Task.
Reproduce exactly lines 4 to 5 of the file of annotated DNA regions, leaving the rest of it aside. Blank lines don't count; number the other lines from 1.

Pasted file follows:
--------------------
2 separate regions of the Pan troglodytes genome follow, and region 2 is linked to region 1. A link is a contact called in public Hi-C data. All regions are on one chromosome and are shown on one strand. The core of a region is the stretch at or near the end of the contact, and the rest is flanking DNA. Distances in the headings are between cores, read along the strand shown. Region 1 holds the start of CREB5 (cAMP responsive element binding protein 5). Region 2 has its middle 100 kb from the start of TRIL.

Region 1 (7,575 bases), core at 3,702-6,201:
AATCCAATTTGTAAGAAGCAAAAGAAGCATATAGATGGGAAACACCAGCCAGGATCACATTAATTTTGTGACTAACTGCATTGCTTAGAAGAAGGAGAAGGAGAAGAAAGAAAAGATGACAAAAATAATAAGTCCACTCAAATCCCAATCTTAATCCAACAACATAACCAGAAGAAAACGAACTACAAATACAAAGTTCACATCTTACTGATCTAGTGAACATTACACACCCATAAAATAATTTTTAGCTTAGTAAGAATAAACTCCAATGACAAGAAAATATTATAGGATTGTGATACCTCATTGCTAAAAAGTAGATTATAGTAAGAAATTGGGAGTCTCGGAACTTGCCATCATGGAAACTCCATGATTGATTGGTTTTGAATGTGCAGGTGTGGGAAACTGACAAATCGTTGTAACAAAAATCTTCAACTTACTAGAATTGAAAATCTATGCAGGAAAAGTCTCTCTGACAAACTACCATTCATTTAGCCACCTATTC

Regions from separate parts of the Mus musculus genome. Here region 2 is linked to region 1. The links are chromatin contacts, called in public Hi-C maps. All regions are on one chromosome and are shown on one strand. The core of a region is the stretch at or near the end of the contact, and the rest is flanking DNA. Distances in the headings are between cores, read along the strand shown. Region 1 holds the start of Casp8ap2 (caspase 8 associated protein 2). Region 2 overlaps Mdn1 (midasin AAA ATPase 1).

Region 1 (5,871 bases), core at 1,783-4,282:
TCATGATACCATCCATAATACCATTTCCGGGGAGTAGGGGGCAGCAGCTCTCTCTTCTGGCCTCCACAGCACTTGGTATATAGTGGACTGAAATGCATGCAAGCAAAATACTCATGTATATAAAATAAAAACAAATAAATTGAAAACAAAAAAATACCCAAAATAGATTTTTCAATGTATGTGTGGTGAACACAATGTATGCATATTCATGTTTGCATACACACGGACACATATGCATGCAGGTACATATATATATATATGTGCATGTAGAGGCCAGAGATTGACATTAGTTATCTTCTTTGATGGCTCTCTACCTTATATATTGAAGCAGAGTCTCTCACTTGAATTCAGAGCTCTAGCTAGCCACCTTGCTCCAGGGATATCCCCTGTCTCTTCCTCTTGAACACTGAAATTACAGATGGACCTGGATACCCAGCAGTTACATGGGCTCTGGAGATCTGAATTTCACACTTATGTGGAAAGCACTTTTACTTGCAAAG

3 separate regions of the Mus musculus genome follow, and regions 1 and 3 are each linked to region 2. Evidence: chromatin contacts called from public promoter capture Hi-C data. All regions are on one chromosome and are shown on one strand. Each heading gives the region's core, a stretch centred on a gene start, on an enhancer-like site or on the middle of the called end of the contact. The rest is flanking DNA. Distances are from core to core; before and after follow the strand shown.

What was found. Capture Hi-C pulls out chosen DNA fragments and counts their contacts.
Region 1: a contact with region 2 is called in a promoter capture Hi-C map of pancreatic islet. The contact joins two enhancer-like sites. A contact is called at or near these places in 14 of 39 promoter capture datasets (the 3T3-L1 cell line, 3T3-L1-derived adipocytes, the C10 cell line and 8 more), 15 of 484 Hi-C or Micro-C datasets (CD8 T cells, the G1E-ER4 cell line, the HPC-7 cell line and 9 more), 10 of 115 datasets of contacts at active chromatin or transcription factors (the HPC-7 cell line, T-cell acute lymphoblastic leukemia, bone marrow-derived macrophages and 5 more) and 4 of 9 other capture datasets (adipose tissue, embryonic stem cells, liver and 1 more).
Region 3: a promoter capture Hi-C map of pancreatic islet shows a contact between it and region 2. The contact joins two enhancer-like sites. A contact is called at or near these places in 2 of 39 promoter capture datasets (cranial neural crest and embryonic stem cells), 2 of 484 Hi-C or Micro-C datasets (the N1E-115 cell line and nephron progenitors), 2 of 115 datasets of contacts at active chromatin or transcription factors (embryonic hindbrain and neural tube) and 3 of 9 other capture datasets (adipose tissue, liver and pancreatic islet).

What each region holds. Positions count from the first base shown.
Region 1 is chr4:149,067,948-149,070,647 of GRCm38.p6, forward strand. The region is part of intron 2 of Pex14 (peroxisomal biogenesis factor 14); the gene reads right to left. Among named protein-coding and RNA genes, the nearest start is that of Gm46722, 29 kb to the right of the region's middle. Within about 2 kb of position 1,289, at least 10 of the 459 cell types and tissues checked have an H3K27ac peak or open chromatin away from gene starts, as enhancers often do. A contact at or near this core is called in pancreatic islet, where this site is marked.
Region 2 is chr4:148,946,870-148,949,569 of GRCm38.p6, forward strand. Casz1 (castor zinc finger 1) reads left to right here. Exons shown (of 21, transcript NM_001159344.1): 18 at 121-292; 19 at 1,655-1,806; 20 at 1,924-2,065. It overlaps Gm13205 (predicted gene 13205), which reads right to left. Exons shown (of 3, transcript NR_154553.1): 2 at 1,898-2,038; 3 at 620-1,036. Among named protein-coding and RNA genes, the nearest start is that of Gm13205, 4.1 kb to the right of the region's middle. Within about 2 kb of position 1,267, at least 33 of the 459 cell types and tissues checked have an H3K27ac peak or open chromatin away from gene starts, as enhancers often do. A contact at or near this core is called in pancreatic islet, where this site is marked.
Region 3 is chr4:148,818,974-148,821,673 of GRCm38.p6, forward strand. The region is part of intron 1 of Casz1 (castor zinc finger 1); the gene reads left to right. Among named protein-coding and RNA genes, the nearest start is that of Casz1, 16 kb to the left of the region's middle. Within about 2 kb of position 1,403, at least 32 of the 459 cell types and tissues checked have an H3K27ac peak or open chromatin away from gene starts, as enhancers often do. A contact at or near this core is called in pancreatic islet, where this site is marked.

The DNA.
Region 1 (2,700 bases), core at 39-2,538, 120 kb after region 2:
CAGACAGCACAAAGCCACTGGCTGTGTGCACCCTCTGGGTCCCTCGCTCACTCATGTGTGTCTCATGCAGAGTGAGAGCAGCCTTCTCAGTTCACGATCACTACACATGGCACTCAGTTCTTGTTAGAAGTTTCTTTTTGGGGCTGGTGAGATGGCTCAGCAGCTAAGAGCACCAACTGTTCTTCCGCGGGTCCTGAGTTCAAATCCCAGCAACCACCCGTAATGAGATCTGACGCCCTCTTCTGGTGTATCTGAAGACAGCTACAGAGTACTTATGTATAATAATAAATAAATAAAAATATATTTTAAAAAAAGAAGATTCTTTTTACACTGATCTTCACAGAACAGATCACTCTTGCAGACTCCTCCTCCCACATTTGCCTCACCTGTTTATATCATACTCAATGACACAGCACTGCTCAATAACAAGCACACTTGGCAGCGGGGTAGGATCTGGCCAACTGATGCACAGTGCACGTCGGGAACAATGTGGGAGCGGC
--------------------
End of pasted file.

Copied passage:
Regions from separate parts of the Mus musculus genome. Here region 2 is linked to region 1. The links are chromatin contacts, called in public Hi-C maps. All regions are on one chromosome and are shown on one strand. The core of a region is the stretch at or near the end of the contact, and the rest is flanking DNA. Distances in the headings are between cores, read along the strand shown. Region 1 holds the start of Casp8ap2 (caspase 8 associated protein 2). Region 2 overlaps Mdn1 (midasin AAA ATPase 1).

Region 1 (5,871 bases), core at 1,783-4,282: